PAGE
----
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IMO seeks timelines for Crowe Horwath report implementation

By Mindo - 28th Aug 2020

The IMO is to re-engage with Department of Health and HSE officials in early September to progress the establishment of consultant status for public health specialists, the Medical Independent (MI) has learned.

A change in legislation is required in order to approve the measure, which has been sought by specialists in the field for several years now.

The future framework for public health and the “difficulties in the out of hours” will also be discussed at the meeting, a spokesperson for the IMO confirmed.

The out-of-hours challenges, exacerbated by Covid-19, with many public health specialists working 70-100 hour weeks during the height of the pandemic, refer to the fact that many specialists are working outside of their contract and have unfair out-of-hours pay arrangements.

The IMO is seeking timelines for implementation of the Crowe Horwath report, including consultant status from the HSE and Department of Health.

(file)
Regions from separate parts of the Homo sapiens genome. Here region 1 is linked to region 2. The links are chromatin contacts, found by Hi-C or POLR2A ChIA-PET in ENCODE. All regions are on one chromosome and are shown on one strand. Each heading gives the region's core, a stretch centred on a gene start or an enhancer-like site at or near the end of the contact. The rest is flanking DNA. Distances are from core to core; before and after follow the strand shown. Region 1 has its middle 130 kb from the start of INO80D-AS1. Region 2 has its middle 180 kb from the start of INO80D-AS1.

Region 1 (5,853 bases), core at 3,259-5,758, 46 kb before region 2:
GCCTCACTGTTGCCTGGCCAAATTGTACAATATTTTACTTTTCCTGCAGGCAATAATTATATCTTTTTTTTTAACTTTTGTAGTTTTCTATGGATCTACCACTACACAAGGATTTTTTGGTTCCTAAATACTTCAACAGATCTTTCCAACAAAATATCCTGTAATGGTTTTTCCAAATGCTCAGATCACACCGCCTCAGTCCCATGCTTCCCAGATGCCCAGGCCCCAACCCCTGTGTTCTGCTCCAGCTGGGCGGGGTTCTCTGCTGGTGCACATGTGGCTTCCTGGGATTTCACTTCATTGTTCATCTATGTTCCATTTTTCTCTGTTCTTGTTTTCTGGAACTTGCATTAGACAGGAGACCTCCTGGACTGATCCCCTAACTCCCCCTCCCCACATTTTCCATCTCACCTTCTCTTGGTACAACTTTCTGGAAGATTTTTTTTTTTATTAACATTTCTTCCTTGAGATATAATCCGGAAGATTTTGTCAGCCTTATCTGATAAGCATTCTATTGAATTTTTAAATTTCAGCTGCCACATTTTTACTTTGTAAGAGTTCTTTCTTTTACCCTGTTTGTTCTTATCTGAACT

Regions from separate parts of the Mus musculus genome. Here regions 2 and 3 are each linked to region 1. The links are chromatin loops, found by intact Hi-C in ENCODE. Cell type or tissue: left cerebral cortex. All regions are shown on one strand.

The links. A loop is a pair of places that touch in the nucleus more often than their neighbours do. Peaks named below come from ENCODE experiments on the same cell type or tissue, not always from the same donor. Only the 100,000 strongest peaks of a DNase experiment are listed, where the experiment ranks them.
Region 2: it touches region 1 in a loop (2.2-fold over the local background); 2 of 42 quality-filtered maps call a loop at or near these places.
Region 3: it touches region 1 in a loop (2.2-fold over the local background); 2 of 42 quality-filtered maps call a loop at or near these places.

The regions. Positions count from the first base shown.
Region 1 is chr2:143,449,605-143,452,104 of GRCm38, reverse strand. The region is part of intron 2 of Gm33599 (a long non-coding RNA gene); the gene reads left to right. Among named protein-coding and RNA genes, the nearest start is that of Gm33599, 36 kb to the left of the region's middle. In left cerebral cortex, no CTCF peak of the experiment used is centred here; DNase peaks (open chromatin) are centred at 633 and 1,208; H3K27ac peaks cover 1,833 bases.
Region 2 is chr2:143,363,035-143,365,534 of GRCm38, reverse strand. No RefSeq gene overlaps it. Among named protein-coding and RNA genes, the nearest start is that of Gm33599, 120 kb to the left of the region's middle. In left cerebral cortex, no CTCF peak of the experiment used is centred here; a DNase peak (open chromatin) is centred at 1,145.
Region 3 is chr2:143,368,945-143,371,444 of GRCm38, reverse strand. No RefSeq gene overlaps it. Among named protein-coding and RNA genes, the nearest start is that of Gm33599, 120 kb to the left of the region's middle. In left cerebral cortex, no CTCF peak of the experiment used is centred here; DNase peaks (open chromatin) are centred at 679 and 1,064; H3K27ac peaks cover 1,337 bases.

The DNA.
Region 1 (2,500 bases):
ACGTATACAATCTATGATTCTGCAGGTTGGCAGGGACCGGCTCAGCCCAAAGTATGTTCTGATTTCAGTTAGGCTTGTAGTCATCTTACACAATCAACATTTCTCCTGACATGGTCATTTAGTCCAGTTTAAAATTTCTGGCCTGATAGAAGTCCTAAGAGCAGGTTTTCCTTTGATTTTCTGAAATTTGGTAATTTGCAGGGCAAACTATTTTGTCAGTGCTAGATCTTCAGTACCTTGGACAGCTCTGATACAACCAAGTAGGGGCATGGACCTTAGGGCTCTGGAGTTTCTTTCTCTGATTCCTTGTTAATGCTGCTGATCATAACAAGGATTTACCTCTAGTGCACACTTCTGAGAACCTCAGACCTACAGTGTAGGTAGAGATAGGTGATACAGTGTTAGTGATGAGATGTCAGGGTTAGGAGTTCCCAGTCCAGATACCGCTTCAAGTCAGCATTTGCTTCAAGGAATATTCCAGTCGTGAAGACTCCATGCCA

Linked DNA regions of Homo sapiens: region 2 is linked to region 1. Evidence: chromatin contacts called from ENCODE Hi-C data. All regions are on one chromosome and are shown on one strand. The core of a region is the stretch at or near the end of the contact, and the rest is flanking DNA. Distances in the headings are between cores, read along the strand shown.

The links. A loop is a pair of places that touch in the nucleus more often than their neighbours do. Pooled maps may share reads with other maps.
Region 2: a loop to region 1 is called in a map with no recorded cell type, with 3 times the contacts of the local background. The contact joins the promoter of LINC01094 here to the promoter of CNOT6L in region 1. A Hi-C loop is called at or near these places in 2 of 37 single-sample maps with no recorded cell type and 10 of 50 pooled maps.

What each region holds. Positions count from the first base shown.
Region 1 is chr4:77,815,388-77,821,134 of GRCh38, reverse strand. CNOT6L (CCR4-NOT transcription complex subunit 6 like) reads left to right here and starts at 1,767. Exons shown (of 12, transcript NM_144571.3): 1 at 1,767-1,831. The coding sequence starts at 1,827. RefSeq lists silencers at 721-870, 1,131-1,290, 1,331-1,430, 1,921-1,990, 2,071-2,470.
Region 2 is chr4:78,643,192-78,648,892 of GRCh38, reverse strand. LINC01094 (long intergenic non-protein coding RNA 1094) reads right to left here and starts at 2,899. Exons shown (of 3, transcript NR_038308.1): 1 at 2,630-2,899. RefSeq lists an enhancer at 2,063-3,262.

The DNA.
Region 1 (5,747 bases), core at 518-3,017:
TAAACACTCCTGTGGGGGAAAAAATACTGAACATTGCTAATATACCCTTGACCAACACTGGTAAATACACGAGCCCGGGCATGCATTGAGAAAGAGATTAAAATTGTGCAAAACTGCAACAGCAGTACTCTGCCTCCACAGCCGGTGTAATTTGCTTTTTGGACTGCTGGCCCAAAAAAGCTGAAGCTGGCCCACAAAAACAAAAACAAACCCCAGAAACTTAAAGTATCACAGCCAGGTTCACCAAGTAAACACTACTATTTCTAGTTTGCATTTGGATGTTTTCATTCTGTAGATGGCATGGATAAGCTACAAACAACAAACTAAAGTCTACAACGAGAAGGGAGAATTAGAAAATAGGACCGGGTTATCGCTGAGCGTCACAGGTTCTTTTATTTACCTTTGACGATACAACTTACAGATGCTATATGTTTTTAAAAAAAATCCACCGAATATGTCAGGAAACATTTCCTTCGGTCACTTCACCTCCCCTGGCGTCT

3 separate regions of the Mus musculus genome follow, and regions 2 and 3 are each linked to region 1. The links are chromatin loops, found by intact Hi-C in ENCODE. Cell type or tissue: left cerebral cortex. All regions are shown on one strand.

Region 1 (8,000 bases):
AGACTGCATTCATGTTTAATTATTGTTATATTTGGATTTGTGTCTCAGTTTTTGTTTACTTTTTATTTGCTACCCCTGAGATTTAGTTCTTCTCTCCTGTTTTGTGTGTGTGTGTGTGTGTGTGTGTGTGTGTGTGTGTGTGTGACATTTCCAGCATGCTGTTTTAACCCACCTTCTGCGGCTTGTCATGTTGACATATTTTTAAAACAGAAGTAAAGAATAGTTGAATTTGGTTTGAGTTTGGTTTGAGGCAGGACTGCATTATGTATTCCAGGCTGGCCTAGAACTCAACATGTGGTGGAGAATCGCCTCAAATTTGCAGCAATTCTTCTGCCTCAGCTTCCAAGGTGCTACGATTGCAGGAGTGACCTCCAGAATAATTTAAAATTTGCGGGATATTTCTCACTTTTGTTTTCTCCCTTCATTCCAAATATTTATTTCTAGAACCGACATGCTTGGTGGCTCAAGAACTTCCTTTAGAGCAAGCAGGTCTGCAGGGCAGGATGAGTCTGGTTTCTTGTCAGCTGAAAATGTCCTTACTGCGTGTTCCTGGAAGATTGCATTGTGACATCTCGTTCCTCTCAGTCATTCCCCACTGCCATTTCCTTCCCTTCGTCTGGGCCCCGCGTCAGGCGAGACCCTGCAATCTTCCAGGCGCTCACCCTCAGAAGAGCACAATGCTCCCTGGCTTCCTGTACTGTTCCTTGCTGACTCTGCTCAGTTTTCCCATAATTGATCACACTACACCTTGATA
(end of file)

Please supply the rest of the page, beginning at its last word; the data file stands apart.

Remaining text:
It also wants an assurance that the type A 2008 contract with the corresponding pay scales, and some specific provisions for consultants in public health medicine, similar to existing provisions within the contract for academic consultants, will be used.

Finally, it believes “specialists in public health medicine must be entitled to consultant status with certain leadership positions attracting allowances”, and will be making this point to healthcare officials.

The spokesperson added that the IMO welcomed the call from HSE CEO Mr Paul Reid for extra resources to help the sector cope during the winter months.

“Our public health departments are stretched and require extra staffing and support during this crucial time. We have yet to see details of what will be available,” said the spokesperson.

The Crowe Horwath Report on the Role, Training and Career Structures of Public Health Physicians in Ireland and its implementation  was published in December 2018.

The report warned “large cohorts of the profession are due to retire within the next 5-10 years, representing a considerable challenge to the public health system”, which is currently under severe strain due to Covid-19.

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